The WiGig Alliance was formed up to promote a Wireless Gigabit (WiGig) standard that could enable wireless streaming of high-definition video to home television sets.
The WiGig Alliance includes Intel, Microsoft, Broadcom, LG, Nokia, Panasonic and Samsung and plans to introduce a specification for short-range, gigabit-speed wireless networking by the end of this year. The specifications takes advantage of the unlicensed 60GHz radio spectrum within a typical room. The high frequency of the new standard could allow for easier transfer of HD digital content. WiGig should be capable of delivering more than 6Gb per second (Gbps) at the physical layer, though certain kinds of overhead will reduce that speed in real-world use. However, since it uses such high frequencies, the technology will tend to have a shorter range than Wi-Fi, unless more advanced antennas are used.
The WiGig standard is expected to be finished by the end of this year, then testing to begin to make sure the wireless technology works properly in televisions, computers, mobile telephones, video cameras and other devices. The first WiGig -certified products are expected to appear by the end of 2010.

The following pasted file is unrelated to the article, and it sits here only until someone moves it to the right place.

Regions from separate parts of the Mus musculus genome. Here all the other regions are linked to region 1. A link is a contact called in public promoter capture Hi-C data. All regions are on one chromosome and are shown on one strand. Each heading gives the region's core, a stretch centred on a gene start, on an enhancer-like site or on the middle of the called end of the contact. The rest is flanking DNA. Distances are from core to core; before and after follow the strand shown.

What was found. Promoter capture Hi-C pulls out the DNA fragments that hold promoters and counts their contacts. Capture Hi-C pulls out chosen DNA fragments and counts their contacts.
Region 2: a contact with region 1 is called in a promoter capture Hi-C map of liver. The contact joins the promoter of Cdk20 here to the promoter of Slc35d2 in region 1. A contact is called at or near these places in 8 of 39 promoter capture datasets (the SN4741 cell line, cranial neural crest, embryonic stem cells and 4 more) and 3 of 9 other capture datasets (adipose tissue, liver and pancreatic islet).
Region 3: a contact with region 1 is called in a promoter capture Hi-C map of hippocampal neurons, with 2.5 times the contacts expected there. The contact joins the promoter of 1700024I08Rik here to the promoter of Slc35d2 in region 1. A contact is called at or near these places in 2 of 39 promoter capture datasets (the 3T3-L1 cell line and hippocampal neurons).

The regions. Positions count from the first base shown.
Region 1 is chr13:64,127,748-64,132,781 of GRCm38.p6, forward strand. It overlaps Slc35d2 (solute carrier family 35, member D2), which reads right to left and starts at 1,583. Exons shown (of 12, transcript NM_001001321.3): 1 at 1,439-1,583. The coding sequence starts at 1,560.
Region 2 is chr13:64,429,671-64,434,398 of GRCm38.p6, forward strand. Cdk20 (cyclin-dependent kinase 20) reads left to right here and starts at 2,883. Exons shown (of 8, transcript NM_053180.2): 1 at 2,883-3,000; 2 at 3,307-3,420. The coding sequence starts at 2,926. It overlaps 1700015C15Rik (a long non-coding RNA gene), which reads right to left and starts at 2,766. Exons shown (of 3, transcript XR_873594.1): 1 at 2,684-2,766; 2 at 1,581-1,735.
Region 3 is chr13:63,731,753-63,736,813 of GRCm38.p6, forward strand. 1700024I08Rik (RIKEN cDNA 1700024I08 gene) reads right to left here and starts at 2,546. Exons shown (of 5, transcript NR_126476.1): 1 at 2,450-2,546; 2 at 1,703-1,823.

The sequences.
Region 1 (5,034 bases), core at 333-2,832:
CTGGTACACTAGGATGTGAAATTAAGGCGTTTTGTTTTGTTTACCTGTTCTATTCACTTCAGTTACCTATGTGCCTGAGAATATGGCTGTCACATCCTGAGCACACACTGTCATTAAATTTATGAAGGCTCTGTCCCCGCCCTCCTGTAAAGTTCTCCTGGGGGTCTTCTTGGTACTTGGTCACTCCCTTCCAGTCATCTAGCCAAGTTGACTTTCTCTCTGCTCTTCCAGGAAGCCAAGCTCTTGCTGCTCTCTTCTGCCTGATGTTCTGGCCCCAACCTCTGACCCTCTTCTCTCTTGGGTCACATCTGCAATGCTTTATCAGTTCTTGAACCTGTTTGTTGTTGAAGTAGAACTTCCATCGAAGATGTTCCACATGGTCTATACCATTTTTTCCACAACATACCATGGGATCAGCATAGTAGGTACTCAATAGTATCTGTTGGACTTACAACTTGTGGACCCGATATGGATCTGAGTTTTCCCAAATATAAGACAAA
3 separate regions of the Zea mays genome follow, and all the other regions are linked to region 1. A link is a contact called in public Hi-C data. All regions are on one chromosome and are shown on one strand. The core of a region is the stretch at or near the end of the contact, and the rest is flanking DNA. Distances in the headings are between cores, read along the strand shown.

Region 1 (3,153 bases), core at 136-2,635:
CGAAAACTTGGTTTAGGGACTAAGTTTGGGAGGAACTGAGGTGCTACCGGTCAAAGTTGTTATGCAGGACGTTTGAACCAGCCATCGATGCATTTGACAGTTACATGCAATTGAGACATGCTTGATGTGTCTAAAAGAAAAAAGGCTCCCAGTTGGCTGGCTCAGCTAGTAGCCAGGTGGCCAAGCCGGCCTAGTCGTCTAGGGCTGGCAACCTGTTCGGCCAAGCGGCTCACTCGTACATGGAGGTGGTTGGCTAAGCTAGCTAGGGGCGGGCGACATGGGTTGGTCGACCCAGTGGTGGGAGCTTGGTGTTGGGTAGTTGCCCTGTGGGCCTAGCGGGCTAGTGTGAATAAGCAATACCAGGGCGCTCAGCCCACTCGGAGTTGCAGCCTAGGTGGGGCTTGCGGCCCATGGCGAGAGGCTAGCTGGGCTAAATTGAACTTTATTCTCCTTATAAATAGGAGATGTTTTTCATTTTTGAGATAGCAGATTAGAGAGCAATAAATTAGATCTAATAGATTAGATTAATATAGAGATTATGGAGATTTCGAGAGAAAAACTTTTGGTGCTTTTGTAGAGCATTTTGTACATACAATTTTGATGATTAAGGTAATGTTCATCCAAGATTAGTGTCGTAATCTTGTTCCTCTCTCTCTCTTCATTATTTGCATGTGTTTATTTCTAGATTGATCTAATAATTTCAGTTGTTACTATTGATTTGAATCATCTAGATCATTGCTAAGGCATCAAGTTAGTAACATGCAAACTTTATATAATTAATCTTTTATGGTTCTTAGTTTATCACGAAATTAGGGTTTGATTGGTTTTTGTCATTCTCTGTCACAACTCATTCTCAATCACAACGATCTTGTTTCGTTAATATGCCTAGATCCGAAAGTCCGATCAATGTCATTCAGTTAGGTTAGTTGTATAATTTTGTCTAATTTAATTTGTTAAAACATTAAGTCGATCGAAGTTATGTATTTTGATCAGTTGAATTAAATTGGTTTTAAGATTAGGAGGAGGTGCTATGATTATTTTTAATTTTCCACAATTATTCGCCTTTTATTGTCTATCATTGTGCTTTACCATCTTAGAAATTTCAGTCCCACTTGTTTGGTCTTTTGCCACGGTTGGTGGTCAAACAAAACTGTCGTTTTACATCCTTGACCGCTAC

Many wireless technologies have been proposed in the last three years, including UWB (Ultrawideband), WirelessHD, and WHDI (Wireless Home Digital Interface). However, none of them has been widely established on the market. WirelessHD delivers about 4Gbps for consumer applications, and WHDI promises about 3Gbps.
The technology might eventually become part of a "tri-band Wi-Fi" that could provide connectivity over the 2.4GHz, 5GHz and 60GHz bands, at different speeds, depending on the strength of the signal in different locations around an access point.